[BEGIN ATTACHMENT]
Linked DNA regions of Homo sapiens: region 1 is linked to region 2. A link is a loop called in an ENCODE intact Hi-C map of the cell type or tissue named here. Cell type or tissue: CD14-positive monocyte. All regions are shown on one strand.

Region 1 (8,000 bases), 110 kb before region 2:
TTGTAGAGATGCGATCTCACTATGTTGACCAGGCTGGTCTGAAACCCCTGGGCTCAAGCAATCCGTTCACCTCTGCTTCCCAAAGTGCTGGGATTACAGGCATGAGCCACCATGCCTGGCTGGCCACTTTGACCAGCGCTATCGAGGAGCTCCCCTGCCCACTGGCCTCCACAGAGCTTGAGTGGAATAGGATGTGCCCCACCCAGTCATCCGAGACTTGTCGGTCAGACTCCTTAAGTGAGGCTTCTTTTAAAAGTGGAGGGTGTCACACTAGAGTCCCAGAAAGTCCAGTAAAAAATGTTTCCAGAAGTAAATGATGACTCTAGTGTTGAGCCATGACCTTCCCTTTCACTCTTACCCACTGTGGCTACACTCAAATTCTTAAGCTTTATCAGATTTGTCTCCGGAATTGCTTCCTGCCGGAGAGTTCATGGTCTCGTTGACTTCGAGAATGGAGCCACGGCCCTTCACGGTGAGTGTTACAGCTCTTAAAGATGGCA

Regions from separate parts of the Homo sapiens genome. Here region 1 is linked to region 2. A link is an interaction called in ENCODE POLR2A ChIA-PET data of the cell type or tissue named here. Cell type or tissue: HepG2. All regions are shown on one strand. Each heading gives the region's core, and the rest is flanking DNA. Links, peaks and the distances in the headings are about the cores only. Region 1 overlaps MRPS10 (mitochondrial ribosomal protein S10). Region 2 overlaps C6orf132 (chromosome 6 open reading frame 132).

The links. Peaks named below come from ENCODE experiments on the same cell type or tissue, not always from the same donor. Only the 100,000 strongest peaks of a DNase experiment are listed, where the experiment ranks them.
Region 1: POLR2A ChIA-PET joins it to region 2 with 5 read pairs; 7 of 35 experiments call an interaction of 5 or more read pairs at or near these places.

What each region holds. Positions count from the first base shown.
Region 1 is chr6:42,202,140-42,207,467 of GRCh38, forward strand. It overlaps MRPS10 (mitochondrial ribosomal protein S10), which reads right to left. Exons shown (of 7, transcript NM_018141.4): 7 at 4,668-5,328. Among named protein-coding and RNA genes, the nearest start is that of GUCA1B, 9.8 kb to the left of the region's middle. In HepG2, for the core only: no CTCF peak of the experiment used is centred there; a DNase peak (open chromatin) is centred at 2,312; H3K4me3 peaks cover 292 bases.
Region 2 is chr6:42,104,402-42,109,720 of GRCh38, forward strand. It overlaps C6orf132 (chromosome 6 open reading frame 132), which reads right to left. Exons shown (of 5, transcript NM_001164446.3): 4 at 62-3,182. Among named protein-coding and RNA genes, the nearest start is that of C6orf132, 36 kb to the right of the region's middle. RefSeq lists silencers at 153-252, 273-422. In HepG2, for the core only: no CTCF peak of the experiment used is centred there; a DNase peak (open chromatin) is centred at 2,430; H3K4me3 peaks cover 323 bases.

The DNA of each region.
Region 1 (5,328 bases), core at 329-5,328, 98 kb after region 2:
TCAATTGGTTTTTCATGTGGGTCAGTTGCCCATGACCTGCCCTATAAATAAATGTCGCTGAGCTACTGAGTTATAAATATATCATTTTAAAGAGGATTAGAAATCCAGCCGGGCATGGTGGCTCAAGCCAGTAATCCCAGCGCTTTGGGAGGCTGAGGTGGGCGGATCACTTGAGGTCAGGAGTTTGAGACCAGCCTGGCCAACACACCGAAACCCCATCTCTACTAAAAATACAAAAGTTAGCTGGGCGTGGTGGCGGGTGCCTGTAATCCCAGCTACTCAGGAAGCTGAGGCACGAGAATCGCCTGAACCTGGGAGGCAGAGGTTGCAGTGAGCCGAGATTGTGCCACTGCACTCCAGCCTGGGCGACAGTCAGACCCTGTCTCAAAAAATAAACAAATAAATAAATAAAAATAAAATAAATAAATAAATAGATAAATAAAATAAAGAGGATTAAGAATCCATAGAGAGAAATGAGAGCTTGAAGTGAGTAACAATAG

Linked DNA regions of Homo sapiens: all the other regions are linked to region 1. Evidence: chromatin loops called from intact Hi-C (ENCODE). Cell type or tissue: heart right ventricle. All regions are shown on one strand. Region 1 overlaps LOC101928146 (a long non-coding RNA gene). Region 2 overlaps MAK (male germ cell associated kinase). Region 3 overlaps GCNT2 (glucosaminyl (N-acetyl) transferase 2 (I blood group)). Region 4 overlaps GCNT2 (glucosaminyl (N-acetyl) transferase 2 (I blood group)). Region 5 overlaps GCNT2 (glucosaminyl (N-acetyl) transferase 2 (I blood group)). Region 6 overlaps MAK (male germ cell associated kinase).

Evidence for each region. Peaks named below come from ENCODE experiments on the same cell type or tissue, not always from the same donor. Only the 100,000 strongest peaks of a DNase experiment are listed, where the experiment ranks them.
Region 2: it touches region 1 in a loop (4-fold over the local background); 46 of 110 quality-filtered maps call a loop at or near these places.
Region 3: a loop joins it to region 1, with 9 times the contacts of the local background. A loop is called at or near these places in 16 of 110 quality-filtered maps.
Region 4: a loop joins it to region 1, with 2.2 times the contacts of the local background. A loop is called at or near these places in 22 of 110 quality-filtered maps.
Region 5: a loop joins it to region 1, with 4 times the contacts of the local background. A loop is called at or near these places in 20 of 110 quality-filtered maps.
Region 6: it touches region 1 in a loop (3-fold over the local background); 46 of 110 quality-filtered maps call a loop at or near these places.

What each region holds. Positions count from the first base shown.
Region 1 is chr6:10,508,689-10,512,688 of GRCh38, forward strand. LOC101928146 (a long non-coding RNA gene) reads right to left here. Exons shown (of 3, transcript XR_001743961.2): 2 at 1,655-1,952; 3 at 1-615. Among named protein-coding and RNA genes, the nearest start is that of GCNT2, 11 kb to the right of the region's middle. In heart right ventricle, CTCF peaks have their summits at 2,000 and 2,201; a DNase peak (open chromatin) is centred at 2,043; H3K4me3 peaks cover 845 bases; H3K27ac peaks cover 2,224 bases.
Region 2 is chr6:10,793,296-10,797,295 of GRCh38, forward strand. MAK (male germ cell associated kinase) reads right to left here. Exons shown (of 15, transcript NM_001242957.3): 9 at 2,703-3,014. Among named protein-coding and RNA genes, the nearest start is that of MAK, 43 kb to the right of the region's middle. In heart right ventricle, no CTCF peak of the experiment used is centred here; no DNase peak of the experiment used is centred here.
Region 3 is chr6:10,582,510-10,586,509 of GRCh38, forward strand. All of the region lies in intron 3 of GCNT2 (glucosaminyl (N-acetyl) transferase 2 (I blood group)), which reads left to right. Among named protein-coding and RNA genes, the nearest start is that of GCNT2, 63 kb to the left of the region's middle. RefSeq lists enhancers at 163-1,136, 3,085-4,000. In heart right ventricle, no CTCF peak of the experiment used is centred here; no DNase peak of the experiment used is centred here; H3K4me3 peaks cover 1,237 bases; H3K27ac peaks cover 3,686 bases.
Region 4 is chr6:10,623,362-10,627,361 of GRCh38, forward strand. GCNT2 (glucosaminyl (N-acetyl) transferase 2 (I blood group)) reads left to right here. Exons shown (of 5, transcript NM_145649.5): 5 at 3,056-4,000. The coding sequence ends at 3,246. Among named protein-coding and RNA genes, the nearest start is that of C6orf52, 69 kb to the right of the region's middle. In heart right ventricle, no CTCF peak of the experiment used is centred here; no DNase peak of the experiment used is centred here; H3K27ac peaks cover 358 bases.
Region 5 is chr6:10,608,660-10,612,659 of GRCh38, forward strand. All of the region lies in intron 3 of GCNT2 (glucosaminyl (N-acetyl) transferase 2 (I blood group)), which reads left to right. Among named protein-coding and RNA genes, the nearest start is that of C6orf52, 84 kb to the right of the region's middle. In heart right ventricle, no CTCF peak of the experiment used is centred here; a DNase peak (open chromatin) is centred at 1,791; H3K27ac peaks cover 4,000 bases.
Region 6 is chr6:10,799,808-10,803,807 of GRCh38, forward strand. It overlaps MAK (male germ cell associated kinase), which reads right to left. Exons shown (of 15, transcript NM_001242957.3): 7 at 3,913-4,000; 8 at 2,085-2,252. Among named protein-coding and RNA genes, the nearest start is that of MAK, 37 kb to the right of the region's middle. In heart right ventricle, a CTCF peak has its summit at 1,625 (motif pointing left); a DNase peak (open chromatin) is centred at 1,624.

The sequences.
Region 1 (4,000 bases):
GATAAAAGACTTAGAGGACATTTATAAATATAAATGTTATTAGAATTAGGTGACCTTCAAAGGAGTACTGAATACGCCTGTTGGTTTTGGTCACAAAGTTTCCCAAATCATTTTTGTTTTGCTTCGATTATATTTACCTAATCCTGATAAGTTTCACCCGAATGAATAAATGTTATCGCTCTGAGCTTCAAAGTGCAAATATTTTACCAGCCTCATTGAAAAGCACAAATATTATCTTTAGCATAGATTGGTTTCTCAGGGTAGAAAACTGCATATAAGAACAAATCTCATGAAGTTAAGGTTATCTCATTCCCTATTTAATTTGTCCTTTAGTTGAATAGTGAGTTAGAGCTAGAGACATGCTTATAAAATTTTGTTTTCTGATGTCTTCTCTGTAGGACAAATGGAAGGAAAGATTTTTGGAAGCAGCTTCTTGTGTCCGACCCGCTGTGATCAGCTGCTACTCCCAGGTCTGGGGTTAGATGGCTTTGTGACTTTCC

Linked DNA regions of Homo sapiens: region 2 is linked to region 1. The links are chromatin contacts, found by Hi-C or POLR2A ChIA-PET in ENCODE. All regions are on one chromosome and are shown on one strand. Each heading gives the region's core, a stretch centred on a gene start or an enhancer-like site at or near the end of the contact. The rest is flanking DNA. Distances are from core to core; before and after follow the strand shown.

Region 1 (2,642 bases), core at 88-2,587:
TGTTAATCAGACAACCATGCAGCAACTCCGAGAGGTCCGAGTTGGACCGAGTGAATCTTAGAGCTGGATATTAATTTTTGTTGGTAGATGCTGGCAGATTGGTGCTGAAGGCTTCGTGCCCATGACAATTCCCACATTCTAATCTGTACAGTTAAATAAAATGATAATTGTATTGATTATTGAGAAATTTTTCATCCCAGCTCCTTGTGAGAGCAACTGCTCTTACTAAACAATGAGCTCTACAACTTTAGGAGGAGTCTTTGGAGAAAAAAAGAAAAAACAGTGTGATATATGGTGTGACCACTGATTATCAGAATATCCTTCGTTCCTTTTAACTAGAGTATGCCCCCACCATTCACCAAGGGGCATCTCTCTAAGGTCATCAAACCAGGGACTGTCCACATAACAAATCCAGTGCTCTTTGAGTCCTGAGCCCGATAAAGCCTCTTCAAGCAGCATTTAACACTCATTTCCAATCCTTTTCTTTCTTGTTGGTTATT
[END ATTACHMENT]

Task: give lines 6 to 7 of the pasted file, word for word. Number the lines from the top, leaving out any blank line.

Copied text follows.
Region 1: POLR2A ChIA-PET joins it to region 2 with 5 read pairs; 7 of 35 experiments call an interaction of 5 or more read pairs at or near these places.

What each region holds. Positions count from the first base shown.